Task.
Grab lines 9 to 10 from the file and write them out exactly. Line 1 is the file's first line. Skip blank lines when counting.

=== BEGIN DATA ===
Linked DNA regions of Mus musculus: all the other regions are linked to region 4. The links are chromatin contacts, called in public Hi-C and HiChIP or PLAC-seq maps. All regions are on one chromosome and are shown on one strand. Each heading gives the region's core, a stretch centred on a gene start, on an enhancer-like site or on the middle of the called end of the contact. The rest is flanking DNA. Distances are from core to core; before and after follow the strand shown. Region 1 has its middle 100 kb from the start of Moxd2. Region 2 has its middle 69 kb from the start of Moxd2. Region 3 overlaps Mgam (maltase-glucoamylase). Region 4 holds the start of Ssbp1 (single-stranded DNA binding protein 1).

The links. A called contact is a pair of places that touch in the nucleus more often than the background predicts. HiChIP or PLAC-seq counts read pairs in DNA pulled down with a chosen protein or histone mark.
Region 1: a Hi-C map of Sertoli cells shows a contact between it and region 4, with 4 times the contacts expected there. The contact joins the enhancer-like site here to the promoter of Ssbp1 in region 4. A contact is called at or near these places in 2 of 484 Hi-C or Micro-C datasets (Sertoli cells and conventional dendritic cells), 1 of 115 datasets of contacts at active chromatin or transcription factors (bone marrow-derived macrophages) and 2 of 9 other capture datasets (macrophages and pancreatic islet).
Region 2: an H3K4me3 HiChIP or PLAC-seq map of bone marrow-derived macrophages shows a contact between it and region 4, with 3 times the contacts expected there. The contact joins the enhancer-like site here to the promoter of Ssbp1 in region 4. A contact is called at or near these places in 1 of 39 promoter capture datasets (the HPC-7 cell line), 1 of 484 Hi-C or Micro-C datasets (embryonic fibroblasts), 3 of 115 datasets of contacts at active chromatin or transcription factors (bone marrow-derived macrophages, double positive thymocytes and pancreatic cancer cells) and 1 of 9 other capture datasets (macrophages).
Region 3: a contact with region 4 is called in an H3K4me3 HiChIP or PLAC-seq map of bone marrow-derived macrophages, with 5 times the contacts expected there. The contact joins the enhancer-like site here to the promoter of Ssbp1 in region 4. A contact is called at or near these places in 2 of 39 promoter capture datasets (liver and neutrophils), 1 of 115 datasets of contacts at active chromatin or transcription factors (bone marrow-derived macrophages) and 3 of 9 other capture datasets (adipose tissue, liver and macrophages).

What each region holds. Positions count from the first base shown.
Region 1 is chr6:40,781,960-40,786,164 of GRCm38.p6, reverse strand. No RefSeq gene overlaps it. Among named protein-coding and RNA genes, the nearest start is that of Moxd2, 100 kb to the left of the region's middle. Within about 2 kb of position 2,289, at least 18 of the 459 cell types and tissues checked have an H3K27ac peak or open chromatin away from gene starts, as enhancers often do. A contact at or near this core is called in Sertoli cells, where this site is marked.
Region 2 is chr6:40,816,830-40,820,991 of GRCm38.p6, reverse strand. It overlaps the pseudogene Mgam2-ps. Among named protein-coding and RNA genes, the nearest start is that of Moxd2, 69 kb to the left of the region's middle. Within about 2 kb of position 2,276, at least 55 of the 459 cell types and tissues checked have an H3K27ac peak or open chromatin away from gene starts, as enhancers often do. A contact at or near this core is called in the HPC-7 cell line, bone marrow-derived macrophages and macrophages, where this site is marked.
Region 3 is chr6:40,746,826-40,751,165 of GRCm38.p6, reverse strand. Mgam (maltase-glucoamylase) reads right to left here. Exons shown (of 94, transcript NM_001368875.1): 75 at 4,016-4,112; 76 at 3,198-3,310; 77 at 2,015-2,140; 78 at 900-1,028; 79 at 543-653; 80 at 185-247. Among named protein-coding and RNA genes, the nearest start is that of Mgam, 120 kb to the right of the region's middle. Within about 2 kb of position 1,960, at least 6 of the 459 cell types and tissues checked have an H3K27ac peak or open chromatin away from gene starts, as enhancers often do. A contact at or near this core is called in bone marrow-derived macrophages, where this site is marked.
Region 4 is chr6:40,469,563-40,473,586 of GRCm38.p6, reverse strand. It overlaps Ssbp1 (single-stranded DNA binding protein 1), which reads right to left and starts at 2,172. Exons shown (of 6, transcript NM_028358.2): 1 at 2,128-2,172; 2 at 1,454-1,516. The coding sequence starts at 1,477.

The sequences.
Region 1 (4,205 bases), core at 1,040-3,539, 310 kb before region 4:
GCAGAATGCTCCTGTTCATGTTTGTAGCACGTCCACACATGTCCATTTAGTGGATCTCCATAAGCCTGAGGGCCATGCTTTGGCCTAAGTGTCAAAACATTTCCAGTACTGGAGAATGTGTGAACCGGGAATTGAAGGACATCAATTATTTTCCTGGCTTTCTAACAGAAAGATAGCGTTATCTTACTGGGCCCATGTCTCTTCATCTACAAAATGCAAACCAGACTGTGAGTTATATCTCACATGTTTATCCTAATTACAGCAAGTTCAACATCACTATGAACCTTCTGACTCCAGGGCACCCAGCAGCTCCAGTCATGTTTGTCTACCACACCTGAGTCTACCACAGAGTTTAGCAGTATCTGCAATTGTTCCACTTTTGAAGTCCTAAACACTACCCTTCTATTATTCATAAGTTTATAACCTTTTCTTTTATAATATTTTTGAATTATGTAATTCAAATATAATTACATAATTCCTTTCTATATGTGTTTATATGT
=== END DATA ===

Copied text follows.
Region 3 is chr6:40,746,826-40,751,165 of GRCm38.p6, reverse strand. Mgam (maltase-glucoamylase) reads right to left here. Exons shown (of 94, transcript NM_001368875.1): 75 at 4,016-4,112; 76 at 3,198-3,310; 77 at 2,015-2,140; 78 at 900-1,028; 79 at 543-653; 80 at 185-247. Among named protein-coding and RNA genes, the nearest start is that of Mgam, 120 kb to the right of the region's middle. Within about 2 kb of position 1,960, at least 6 of the 459 cell types and tissues checked have an H3K27ac peak or open chromatin away from gene starts, as enhancers often do. A contact at or near this core is called in bone marrow-derived macrophages, where this site is marked.
Region 4 is chr6:40,469,563-40,473,586 of GRCm38.p6, reverse strand. It overlaps Ssbp1 (single-stranded DNA binding protein 1), which reads right to left and starts at 2,172. Exons shown (of 6, transcript NM_028358.2): 1 at 2,128-2,172; 2 at 1,454-1,516. The coding sequence starts at 1,477.